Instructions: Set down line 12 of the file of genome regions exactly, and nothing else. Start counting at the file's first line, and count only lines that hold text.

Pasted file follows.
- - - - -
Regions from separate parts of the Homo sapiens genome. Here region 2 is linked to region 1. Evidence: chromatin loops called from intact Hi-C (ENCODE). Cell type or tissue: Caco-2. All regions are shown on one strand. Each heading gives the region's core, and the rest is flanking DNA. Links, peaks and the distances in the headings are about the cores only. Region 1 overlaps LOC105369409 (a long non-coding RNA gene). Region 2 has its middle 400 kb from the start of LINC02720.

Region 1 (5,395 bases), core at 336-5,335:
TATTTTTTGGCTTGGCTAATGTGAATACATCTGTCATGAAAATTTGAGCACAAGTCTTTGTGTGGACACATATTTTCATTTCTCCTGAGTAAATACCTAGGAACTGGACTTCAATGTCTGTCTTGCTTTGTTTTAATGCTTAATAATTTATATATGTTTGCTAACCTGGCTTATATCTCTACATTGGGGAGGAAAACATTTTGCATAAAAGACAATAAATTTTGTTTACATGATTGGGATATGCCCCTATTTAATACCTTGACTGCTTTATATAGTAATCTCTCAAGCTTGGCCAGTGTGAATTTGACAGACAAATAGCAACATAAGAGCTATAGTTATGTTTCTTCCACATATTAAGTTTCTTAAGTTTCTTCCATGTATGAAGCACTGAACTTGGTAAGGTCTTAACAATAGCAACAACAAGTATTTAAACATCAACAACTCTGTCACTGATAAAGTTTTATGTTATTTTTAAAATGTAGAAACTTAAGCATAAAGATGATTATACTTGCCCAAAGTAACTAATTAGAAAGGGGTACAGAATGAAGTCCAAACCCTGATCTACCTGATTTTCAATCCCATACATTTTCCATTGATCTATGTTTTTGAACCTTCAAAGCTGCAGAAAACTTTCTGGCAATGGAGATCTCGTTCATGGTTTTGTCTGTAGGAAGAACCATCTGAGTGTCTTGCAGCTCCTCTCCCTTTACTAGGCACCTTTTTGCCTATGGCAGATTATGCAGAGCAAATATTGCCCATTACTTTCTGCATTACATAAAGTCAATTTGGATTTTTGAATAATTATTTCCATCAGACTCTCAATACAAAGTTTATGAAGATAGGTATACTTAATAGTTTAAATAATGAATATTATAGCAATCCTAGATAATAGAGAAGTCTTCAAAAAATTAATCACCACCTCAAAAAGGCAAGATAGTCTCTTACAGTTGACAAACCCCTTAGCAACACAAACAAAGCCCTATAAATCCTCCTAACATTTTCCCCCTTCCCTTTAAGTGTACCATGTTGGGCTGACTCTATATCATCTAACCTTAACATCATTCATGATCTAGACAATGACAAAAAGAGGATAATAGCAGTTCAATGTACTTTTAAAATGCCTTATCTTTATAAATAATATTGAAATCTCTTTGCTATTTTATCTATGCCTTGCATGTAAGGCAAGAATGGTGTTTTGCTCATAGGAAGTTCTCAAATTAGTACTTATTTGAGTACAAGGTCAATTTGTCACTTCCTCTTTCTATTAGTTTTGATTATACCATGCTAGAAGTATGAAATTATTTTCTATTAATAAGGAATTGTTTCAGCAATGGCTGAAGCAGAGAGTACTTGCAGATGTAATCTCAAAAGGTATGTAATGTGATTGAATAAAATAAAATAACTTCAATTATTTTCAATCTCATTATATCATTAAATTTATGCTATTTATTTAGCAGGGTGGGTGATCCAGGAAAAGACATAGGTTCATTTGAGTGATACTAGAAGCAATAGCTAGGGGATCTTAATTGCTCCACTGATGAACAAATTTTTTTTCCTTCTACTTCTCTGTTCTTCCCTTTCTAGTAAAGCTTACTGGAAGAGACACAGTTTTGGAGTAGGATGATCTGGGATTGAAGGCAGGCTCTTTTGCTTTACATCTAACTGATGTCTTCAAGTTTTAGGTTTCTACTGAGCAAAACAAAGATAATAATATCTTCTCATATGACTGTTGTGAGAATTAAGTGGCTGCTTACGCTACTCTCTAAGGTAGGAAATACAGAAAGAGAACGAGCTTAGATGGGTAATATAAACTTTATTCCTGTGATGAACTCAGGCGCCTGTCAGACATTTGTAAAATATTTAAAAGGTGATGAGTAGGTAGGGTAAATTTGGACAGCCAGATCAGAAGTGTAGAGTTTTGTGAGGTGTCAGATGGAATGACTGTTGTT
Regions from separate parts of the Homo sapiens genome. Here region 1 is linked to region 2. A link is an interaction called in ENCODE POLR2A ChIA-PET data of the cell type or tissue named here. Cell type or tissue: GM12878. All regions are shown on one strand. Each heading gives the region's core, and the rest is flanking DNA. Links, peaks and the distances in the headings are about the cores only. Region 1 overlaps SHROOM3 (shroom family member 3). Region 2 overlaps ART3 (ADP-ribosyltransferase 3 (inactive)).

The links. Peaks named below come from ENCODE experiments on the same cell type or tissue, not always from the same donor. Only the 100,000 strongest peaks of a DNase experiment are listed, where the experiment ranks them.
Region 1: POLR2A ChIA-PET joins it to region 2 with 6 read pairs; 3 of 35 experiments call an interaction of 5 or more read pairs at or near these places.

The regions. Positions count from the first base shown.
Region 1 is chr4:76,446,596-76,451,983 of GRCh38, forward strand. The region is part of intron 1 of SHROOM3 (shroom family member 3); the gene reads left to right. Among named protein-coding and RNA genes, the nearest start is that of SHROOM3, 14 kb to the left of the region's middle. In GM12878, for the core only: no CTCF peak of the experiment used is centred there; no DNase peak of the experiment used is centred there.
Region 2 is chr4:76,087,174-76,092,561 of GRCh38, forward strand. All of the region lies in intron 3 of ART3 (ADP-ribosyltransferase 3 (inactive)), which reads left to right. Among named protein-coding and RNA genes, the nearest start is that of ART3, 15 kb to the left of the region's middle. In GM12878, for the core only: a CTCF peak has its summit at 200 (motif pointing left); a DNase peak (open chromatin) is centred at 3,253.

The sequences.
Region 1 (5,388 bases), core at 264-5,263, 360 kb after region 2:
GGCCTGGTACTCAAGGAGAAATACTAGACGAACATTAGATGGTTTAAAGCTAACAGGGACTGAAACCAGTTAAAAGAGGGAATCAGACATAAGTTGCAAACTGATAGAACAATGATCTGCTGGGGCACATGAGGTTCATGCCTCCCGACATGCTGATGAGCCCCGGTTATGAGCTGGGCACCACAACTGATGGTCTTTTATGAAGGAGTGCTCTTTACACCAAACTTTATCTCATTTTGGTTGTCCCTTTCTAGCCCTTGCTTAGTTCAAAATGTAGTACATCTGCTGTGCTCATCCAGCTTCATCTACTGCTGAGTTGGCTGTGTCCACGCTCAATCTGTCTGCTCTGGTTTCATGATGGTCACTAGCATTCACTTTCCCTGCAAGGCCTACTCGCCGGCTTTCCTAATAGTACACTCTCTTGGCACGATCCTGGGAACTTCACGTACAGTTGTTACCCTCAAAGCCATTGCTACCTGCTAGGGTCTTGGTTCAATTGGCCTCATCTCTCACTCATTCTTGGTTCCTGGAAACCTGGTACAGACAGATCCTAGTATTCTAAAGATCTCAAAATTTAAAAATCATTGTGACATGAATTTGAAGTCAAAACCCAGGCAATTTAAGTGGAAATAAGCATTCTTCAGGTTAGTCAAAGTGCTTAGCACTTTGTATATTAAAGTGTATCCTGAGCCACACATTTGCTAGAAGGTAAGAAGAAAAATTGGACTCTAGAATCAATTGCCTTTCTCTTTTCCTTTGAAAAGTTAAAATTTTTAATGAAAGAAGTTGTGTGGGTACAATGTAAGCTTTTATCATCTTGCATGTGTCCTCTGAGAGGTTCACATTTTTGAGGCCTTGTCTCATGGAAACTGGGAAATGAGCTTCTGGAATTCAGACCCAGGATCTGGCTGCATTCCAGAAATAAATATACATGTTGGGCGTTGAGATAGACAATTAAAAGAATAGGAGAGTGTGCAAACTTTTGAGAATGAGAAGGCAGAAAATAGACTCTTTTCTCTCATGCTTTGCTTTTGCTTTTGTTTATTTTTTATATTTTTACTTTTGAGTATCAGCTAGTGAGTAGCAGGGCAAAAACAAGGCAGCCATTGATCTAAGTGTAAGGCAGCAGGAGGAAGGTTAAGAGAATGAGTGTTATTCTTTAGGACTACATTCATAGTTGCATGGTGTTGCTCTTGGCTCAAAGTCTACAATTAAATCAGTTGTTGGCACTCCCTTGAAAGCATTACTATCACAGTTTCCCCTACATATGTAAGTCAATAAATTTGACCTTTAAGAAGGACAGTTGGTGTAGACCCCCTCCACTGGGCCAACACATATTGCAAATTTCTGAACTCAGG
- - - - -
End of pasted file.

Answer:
GGCCTGGTACTCAAGGAGAAATACTAGACGAACATTAGATGGTTTAAAGCTAACAGGGACTGAAACCAGTTAAAAGAGGGAATCAGACATAAGTTGCAAACTGATAGAACAATGATCTGCTGGGGCACATGAGGTTCATGCCTCCCGACATGCTGATGAGCCCCGGTTATGAGCTGGGCACCACAACTGATGGTCTTTTATGAAGGAGTGCTCTTTACACCAAACTTTATCTCATTTTGGTTGTCCCTTTCTAGCCCTTGCTTAGTTCAAAATGTAGTACATCTGCTGTGCTCATCCAGCTTCATCTACTGCTGAGTTGGCTGTGTCCACGCTCAATCTGTCTGCTCTGGTTTCATGATGGTCACTAGCATTCACTTTCCCTGCAAGGCCTACTCGCCGGCTTTCCTAATAGTACACTCTCTTGGCACGATCCTGGGAACTTCACGTACAGTTGTTACCCTCAAAGCCATTGCTACCTGCTAGGGTCTTGGTTCAATTGGCCTCATCTCTCACTCATTCTTGGTTCCTGGAAACCTGGTACAGACAGATCCTAGTATTCTAAAGATCTCAAAATTTAAAAATCATTGTGACATGAATTTGAAGTCAAAACCCAGGCAATTTAAGTGGAAATAAGCATTCTTCAGGTTAGTCAAAGTGCTTAGCACTTTGTATATTAAAGTGTATCCTGAGCCACACATTTGCTAGAAGGTAAGAAGAAAAATTGGACTCTAGAATCAATTGCCTTTCTCTTTTCCTTTGAAAAGTTAAAATTTTTAATGAAAGAAGTTGTGTGGGTACAATGTAAGCTTTTATCATCTTGCATGTGTCCTCTGAGAGGTTCACATTTTTGAGGCCTTGTCTCATGGAAACTGGGAAATGAGCTTCTGGAATTCAGACCCAGGATCTGGCTGCATTCCAGAAATAAATATACATGTTGGGCGTTGAGATAGACAATTAAAAGAATAGGAGAGTGTGCAAACTTTTGAGAATGAGAAGGCAGAAAATAGACTCTTTTCTCTCATGCTTTGCTTTTGCTTTTGTTTATTTTTTATATTTTTACTTTTGAGTATCAGCTAGTGAGTAGCAGGGCAAAAACAAGGCAGCCATTGATCTAAGTGTAAGGCAGCAGGAGGAAGGTTAAGAGAATGAGTGTTATTCTTTAGGACTACATTCATAGTTGCATGGTGTTGCTCTTGGCTCAAAGTCTACAATTAAATCAGTTGTTGGCACTCCCTTGAAAGCATTACTATCACAGTTTCCCCTACATATGTAAGTCAATAAATTTGACCTTTAAGAAGGACAGTTGGTGTAGACCCCCTCCACTGGGCCAACACATATTGCAAATTTCTGAACTCAGG